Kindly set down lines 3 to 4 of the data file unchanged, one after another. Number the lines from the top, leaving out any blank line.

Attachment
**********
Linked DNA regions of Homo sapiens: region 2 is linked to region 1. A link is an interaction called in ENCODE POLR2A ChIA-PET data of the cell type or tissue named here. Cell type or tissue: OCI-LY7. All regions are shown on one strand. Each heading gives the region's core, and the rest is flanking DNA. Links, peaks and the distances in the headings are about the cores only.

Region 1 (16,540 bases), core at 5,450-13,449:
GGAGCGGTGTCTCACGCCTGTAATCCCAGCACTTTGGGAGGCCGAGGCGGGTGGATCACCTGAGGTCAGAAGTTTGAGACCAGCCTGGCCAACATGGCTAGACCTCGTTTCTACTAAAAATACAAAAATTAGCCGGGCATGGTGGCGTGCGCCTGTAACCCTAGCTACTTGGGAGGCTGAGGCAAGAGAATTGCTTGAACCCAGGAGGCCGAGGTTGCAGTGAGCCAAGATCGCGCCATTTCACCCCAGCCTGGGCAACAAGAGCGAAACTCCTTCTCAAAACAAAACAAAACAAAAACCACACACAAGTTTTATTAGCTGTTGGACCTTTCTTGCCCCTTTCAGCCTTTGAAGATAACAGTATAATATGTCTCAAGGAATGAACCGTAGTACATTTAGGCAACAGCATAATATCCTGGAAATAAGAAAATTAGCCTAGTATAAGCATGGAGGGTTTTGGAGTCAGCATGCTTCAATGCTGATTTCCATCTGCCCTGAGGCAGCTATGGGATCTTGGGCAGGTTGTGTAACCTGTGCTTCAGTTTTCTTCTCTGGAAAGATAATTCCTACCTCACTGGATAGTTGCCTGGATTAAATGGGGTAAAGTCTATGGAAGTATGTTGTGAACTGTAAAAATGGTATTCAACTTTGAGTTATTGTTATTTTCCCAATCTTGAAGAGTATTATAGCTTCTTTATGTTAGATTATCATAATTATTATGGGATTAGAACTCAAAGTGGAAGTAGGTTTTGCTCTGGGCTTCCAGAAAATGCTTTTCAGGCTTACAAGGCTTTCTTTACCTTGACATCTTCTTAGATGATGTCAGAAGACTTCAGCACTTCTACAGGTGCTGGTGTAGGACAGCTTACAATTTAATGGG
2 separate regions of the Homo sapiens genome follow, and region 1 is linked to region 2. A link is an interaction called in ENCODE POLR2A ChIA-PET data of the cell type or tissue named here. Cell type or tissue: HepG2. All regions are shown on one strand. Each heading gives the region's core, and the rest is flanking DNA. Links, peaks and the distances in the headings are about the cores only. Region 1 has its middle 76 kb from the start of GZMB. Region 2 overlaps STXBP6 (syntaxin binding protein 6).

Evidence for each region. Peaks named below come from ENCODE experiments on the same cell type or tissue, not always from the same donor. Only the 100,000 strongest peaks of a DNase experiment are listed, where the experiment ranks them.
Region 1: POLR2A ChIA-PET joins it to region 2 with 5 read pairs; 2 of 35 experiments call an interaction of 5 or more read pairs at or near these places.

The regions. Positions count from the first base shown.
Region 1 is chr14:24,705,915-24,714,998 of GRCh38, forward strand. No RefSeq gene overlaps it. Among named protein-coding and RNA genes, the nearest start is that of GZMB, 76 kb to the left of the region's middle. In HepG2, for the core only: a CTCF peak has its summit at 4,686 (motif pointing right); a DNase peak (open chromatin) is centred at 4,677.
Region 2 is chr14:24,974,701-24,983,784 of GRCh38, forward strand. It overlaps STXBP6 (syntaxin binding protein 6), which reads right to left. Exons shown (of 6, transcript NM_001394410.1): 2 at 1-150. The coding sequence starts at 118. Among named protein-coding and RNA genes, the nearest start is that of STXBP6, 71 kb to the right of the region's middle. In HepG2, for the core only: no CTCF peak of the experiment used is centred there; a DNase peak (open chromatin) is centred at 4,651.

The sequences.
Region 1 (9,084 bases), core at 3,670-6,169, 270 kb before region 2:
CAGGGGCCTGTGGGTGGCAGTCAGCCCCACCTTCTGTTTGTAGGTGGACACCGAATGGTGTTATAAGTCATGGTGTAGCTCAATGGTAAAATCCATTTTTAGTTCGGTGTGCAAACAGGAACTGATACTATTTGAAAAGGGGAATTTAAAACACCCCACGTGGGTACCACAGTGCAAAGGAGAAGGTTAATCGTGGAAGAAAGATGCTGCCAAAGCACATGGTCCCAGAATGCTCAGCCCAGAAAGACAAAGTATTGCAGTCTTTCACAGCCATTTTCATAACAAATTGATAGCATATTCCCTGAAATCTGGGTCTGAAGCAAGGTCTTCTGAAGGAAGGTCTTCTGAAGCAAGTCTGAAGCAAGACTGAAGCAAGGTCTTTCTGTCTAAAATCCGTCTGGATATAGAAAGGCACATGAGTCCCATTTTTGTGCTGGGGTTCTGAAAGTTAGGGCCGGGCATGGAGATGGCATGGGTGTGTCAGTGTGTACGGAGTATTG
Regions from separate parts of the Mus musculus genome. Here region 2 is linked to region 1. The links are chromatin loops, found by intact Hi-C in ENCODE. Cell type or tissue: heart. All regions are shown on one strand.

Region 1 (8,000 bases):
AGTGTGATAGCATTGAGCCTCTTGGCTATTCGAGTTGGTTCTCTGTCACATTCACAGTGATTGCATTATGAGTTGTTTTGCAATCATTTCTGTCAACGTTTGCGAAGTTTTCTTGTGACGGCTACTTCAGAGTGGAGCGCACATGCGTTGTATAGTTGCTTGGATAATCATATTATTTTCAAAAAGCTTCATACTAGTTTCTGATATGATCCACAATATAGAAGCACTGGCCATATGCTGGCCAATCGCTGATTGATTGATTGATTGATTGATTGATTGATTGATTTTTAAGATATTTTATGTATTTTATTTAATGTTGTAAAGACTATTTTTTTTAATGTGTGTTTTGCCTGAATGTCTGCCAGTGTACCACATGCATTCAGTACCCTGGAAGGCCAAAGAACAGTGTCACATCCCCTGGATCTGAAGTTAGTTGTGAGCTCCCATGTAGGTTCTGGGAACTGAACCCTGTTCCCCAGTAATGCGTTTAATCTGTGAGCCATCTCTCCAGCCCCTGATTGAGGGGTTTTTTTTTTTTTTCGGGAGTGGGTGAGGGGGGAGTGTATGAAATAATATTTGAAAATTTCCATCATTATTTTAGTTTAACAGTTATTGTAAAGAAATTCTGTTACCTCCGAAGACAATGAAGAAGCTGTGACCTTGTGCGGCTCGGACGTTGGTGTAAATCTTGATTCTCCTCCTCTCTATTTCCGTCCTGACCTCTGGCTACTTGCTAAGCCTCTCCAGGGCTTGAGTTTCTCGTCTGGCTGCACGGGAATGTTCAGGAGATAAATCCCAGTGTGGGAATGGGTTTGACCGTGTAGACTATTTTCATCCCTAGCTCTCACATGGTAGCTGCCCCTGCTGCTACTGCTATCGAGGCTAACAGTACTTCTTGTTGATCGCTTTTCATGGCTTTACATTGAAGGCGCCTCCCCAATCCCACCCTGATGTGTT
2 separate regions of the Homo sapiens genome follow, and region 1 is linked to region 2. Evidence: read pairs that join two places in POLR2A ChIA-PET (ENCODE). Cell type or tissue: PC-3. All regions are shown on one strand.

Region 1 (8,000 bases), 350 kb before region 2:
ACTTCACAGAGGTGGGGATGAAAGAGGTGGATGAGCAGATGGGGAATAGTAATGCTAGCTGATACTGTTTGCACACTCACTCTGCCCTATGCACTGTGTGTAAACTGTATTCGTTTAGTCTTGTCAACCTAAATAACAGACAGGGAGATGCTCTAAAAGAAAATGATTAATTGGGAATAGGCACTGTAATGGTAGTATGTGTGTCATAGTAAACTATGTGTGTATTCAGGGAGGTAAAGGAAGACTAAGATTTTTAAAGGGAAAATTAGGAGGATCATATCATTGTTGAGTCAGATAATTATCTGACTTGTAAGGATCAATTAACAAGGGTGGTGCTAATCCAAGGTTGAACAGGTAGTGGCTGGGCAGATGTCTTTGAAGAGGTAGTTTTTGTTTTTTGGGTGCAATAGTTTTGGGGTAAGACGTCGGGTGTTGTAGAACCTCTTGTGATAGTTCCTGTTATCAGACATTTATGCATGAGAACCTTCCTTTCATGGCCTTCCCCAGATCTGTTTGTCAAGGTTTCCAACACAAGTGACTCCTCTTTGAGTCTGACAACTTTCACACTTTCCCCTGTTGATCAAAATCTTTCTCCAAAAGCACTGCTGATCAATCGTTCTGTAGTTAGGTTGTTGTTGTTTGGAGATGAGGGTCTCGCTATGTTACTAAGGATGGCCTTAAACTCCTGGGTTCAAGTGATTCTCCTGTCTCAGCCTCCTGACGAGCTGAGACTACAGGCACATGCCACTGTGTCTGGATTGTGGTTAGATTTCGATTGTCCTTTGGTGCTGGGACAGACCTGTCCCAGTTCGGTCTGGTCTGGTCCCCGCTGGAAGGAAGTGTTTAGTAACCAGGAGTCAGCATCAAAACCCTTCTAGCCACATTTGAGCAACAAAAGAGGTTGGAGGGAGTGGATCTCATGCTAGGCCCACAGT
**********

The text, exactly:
GGAGCGGTGTCTCACGCCTGTAATCCCAGCACTTTGGGAGGCCGAGGCGGGTGGATCACCTGAGGTCAGAAGTTTGAGACCAGCCTGGCCAACATGGCTAGACCTCGTTTCTACTAAAAATACAAAAATTAGCCGGGCATGGTGGCGTGCGCCTGTAACCCTAGCTACTTGGGAGGCTGAGGCAAGAGAATTGCTTGAACCCAGGAGGCCGAGGTTGCAGTGAGCCAAGATCGCGCCATTTCACCCCAGCCTGGGCAACAAGAGCGAAACTCCTTCTCAAAACAAAACAAAACAAAAACCACACACAAGTTTTATTAGCTGTTGGACCTTTCTTGCCCCTTTCAGCCTTTGAAGATAACAGTATAATATGTCTCAAGGAATGAACCGTAGTACATTTAGGCAACAGCATAATATCCTGGAAATAAGAAAATTAGCCTAGTATAAGCATGGAGGGTTTTGGAGTCAGCATGCTTCAATGCTGATTTCCATCTGCCCTGAGGCAGCTATGGGATCTTGGGCAGGTTGTGTAACCTGTGCTTCAGTTTTCTTCTCTGGAAAGATAATTCCTACCTCACTGGATAGTTGCCTGGATTAAATGGGGTAAAGTCTATGGAAGTATGTTGTGAACTGTAAAAATGGTATTCAACTTTGAGTTATTGTTATTTTCCCAATCTTGAAGAGTATTATAGCTTCTTTATGTTAGATTATCATAATTATTATGGGATTAGAACTCAAAGTGGAAGTAGGTTTTGCTCTGGGCTTCCAGAAAATGCTTTTCAGGCTTACAAGGCTTTCTTTACCTTGACATCTTCTTAGATGATGTCAGAAGACTTCAGCACTTCTACAGGTGCTGGTGTAGGACAGCTTACAATTTAATGGG
2 separate regions of the Homo sapiens genome follow, and region 1 is linked to region 2. A link is an interaction called in ENCODE POLR2A ChIA-PET data of the cell type or tissue named here. Cell type or tissue: HepG2. All regions are shown on one strand. Each heading gives the region's core, and the rest is flanking DNA. Links, peaks and the distances in the headings are about the cores only. Region 1 has its middle 76 kb from the start of GZMB. Region 2 overlaps STXBP6 (syntaxin binding protein 6).